Why Feminist Philanthropy? For All the Relationship Reasons

Catherine Gill, Executive Vice President of Root Capital. 

Editor’s Note: This post was written by Catherine Gill, Executive Vice President at Root Capital, in collaboration with Charlotte Wagner, Principal of the Wagner Foundation. We are publishing it here at Philanthropy Women because we couldn’t agree more with the message. I see the way feminists do philanthropy differently, and to me, it is the critical difference that has the capacity to reshape communities and economies worldwide. From Charlotte Wagner and Catherine Gill: 

Here’s an indisputable fact: The future of philanthropy is female.

A huge amount of wealth is now in women’s hands, and they are ready to invest it where it’s needed most:

  • 73% of donors worldwide are women.
  • Of the impending $41 trillion wealth transfer between generations, 70% will be inherited by women.
  • Women give almost twice as much of their wealth away as men (3.5% vs. 1.8%).

This is good news for women and girls. Only 12 percent of global philanthropy currently goes to gender-related causes—with more women donors we can hope this proportion will grow. And that’s good news for everyone, since supporting women benefits entire communities.

We know this because, for the last seven years, our institutions (the Wagner Foundation and Root Capital) have been working together to build gender inclusion in agricultural businesses across the developing world. We do this not only because it improves the lives of women, but because inclusive businesses create more economic opportunity for all workers and their families.

While the work we’re doing is certainly feminist, we didn’t immediately think about our philanthropic partnership that way. Over time, we’ve come to recognize subtle differences between the traditional donor-grantee relationship and the way that Wagner Foundation and Root Capital work together. Our feminist approach to philanthropy happened organically, built from years of trust, pointed questions, and open minds.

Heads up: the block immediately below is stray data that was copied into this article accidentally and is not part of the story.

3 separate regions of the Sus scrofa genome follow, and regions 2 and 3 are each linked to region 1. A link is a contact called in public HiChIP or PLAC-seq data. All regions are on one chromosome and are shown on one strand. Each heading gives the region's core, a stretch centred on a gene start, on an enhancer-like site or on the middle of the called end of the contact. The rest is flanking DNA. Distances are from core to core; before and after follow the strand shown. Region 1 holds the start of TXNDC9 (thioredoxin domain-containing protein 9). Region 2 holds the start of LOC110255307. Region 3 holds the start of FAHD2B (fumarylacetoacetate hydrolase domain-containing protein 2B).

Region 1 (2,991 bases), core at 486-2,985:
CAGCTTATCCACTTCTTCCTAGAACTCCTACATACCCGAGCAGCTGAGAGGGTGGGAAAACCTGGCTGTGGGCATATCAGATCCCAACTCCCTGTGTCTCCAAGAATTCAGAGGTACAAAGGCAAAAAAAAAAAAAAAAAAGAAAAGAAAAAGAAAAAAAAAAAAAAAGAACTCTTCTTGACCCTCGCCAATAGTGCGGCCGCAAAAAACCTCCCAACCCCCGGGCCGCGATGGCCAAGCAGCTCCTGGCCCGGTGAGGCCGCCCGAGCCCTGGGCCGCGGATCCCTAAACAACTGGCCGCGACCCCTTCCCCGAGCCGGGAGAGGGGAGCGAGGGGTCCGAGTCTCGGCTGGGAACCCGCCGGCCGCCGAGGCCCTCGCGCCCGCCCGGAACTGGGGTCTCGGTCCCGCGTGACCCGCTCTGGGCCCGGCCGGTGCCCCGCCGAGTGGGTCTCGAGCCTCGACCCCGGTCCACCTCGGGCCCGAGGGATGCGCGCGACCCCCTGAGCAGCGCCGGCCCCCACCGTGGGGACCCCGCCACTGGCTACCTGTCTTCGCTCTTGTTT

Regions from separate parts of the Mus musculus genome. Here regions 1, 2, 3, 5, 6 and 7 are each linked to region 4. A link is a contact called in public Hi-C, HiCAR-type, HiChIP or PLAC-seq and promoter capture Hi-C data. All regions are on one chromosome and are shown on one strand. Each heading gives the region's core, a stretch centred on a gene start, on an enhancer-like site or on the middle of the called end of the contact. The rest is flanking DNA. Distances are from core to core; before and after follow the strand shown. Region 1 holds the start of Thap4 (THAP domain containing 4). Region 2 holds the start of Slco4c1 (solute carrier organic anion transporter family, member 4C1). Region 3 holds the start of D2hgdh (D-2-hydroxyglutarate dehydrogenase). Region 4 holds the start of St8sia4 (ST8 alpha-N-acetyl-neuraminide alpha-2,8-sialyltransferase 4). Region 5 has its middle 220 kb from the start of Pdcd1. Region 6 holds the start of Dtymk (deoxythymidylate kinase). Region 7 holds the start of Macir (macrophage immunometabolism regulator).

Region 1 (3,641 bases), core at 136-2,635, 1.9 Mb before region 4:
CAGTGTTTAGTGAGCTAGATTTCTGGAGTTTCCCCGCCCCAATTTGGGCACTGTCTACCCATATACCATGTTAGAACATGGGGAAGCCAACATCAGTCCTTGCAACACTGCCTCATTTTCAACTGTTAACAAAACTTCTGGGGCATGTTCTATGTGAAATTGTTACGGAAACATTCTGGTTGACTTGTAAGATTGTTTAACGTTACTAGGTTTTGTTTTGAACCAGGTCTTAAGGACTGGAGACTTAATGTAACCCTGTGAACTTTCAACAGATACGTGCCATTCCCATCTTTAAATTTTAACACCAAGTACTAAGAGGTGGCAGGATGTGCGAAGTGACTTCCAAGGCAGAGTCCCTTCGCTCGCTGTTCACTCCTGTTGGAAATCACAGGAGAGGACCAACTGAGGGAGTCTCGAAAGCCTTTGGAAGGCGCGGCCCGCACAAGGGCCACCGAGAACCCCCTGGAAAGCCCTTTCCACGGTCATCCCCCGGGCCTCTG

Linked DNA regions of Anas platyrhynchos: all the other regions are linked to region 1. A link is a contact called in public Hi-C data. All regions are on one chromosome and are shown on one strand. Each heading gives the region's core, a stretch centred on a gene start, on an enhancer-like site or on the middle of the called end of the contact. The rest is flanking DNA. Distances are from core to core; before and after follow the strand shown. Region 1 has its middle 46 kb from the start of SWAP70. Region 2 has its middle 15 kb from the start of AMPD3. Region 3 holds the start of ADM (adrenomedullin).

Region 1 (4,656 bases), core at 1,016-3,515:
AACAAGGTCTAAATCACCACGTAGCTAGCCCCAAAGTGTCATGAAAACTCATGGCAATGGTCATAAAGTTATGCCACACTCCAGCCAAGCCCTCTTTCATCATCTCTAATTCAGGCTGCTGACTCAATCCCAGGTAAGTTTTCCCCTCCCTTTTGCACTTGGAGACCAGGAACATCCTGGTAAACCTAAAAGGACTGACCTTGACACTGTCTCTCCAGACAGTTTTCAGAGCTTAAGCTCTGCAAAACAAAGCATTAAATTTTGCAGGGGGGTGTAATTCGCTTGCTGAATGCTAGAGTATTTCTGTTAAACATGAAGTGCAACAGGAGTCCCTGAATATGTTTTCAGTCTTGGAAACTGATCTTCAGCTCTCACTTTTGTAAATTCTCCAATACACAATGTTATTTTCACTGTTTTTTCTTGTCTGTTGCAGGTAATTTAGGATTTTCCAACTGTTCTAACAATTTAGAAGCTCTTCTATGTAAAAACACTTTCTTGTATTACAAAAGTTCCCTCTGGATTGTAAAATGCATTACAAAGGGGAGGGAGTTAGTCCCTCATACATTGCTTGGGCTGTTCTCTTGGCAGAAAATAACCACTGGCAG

What is feminist philanthropy?

According to Fondo Centroamericano de Mujeres, a women’s organization in Nicaragua: “Feminist philanthropy is not a charitable act or an act of power. It is an act of solidarity and mutual empowerment.”

To us, it’s about three things: collaboration, lack of ego, and intersectionality. We’re calling this “feminist” because social science research shows that women tend to be more cooperative and to seek creative, holistic solutions. But—just like feminism itself—this approach isn’t only for women. Feminist philanthropy can help anyone who wants to innovate their giving and maximize their effectiveness.

Here’s what we’ve learned.

It’s about collaboration.

Traditional philanthropy often reinforces unhealthy power dynamics: Donors impose their priorities onto grantees, who then impose their preferred solutions onto beneficiaries. This structure may result in positive outputs—more children vaccinated, more teachers trained—but it can also result in unintended harm.

Feminist philanthropy means flipping this dynamic on its head. Instead of decision-making power trickling down from the top, we stand side-by-side. Donors roll up their sleeves and collaborate with grantees. Grantees welcome more donor participation. While both come to the table with certain preferences and assumptions, our experience proves it’s possible to approach this as partners, open to learning from each other.

Charlotte Wagner, Principal of the Wagner Foundation

In our case, Root Capital benefits from the lessons Charlotte Wagner draws from 10 years of experience partnering with nonprofits that specialize in healthcare in the developing world. And, in turn, the Wagner Foundation applies what it learns from working with Root Capital to other grants in other sectors, replicating what works well and losing what doesn’t. As Charlotte puts it: “We are leveraging knowledge and positive change across philanthropic sectors by working together.”